A group of whistleblowers who stood up to U.S. power from within traveled to Moscow to tell Edward Snowden they honor what he did.
Snowden, accompanied by Sarah Harrison of Wikileaks, met with four U.S. intelligence and security officials-turned-whistleblowers in the Russian capital on Wednesday. The former NSA operative personally received an award for ‘Integrity in Intelligence,' granted by the Sam Adams Associates for Integrity in Intelligence—an organization of U.S. whistleblowers. This award has been given each year since 2002 to intelligence officials who 'speak truth to power,' Consortium News reports.
The delegates who delivered the award—Jesselyn Radack, Thomas Andrews Drake, Ray McGovern and Coleen Rowley—say they met with a man who demonstrated striking confidence in the decision he made to expose dragnet surveillance on the part of the NSA and governments around the world, despite the personal hardship and global manhunt he has faced since taking this action.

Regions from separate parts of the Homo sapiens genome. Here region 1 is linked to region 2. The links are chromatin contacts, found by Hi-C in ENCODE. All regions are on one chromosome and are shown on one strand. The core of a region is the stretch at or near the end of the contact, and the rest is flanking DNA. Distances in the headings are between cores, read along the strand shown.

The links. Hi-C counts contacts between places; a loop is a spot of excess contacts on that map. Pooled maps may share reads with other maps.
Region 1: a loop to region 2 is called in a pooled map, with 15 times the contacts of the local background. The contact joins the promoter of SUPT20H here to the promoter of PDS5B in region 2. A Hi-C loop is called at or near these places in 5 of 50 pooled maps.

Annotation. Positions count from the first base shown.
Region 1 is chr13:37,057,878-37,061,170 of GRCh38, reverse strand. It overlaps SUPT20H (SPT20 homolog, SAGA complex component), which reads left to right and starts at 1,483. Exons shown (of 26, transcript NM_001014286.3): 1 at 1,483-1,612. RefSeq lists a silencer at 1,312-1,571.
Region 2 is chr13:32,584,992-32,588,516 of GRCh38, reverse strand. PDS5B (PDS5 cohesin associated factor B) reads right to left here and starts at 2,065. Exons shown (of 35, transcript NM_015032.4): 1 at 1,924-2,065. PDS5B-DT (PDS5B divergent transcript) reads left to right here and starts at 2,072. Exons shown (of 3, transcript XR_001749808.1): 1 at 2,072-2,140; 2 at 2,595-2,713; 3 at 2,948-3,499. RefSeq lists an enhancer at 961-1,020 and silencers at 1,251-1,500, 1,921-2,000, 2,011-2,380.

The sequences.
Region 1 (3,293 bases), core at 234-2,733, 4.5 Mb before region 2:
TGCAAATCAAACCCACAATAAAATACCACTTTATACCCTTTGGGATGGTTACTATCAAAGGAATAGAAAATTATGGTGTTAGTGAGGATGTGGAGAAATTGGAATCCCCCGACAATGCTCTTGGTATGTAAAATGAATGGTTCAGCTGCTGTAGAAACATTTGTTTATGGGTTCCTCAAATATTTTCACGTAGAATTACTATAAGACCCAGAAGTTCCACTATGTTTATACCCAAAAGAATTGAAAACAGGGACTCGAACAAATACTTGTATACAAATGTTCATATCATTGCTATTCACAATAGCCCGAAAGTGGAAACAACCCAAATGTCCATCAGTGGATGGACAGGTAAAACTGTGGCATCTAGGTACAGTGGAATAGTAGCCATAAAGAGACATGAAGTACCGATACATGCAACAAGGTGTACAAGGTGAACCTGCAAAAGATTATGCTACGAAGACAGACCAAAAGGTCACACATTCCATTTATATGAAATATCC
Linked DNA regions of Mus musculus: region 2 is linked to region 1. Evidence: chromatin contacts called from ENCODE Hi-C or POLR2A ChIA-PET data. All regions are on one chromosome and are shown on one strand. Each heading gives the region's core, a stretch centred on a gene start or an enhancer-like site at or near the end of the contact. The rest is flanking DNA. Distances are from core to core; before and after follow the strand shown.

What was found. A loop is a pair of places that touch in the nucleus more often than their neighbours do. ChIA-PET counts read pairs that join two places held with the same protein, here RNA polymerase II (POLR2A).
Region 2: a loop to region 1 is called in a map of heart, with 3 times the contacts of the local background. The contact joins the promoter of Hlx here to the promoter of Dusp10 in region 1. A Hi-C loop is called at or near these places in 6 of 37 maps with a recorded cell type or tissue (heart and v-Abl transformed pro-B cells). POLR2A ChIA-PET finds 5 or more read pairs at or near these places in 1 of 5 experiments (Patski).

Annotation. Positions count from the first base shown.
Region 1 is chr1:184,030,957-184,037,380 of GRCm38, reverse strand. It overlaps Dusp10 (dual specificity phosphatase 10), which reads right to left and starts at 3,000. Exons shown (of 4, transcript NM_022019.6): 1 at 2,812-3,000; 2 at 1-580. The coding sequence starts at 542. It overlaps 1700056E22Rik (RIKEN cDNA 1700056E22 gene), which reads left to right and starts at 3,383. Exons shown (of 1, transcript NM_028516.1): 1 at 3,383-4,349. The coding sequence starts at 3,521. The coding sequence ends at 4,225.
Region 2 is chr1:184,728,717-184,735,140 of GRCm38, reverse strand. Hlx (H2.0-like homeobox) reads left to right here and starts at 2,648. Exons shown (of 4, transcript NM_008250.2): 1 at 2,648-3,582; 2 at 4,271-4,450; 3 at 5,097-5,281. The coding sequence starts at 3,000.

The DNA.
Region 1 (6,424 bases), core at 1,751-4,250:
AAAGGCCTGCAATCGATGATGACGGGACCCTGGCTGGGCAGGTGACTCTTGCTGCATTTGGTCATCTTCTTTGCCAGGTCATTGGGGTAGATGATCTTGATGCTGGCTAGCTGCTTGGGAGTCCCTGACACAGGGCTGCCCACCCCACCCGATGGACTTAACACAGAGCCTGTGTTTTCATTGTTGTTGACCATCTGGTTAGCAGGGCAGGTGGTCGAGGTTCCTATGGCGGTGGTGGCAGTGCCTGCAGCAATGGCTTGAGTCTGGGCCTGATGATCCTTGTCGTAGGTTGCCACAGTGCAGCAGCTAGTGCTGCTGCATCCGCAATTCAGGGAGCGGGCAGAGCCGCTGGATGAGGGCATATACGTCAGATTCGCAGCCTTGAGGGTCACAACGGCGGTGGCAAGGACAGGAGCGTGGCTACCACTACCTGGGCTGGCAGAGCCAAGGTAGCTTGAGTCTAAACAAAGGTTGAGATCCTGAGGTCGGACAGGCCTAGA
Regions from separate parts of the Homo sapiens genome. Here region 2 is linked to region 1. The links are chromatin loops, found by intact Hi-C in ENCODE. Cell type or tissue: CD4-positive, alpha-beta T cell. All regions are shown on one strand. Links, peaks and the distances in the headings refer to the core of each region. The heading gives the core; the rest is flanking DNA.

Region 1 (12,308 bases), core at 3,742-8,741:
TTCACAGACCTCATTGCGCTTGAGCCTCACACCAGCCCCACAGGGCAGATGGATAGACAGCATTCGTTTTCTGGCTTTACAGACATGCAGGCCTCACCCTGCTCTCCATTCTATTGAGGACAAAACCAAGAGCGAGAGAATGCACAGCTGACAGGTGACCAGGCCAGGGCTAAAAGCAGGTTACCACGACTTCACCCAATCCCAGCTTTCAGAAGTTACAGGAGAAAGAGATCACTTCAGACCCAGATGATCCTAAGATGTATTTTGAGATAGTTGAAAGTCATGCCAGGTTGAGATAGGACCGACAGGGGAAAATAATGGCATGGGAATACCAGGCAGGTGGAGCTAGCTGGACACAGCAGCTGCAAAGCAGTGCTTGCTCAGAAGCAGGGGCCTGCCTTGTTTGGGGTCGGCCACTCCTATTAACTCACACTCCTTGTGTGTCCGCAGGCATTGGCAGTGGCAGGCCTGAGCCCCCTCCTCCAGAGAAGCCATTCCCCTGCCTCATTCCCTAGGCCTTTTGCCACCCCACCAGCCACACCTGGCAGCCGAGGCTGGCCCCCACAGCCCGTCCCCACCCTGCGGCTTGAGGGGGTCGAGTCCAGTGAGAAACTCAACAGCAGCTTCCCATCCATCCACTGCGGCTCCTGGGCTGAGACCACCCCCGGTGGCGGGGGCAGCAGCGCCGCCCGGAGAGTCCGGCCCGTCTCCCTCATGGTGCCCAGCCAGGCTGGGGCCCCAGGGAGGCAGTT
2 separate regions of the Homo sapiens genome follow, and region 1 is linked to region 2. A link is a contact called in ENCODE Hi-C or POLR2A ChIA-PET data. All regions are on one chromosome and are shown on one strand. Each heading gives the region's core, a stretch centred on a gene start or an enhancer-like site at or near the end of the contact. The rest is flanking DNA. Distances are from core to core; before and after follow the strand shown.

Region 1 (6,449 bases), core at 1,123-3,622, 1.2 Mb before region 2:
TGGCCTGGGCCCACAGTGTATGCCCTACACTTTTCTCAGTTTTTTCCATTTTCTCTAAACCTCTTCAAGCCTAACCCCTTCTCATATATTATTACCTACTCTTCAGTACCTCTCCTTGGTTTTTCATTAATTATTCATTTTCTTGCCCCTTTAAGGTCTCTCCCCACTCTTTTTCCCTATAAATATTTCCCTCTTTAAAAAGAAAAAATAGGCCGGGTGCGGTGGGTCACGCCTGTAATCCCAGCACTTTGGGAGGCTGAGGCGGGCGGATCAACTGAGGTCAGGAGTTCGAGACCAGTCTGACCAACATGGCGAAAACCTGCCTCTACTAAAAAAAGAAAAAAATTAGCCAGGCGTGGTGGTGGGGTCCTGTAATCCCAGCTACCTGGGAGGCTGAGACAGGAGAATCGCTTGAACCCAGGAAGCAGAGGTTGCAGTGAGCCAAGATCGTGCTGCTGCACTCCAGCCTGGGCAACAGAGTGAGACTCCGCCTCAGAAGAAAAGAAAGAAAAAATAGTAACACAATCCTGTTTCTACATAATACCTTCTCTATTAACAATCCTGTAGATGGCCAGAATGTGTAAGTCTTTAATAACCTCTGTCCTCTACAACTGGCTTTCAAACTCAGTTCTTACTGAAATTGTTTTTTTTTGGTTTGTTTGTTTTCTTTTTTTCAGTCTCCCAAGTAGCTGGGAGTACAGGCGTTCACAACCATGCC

“He’s convinced that what he did was right," former CIA analyst turned whistleblower McGovern said of the meeting, RT reports. "He has no regrets. And he’s willing to face whatever the future holds for him."
Raddack, former Department of Justice official who accused the FBI of ethics violations, declared on Twitter she is "[h]onored to be among 1st Americans to meet w/ #Snowden since Hong Kong" and published the following tweet with a link to a photograph of the meeting:
— Jesselyn Radack (@JesselynRadack) October 10, 2013
FBI whistleblower Rowley told RT that Snowden seemed "remarkably centered," with Raddack adding, "He looked great."
Snowden has been nominated for several awards, including the Nobel Peace Prize. When he accepted the prestigious German whistleblower prize in early September, he declared in a public statement, "[This] belongs to the individuals and organizations in countless countries around the world who shattered boundaries of language and geography to stand together in defense of the public right to know and the value of our privacy."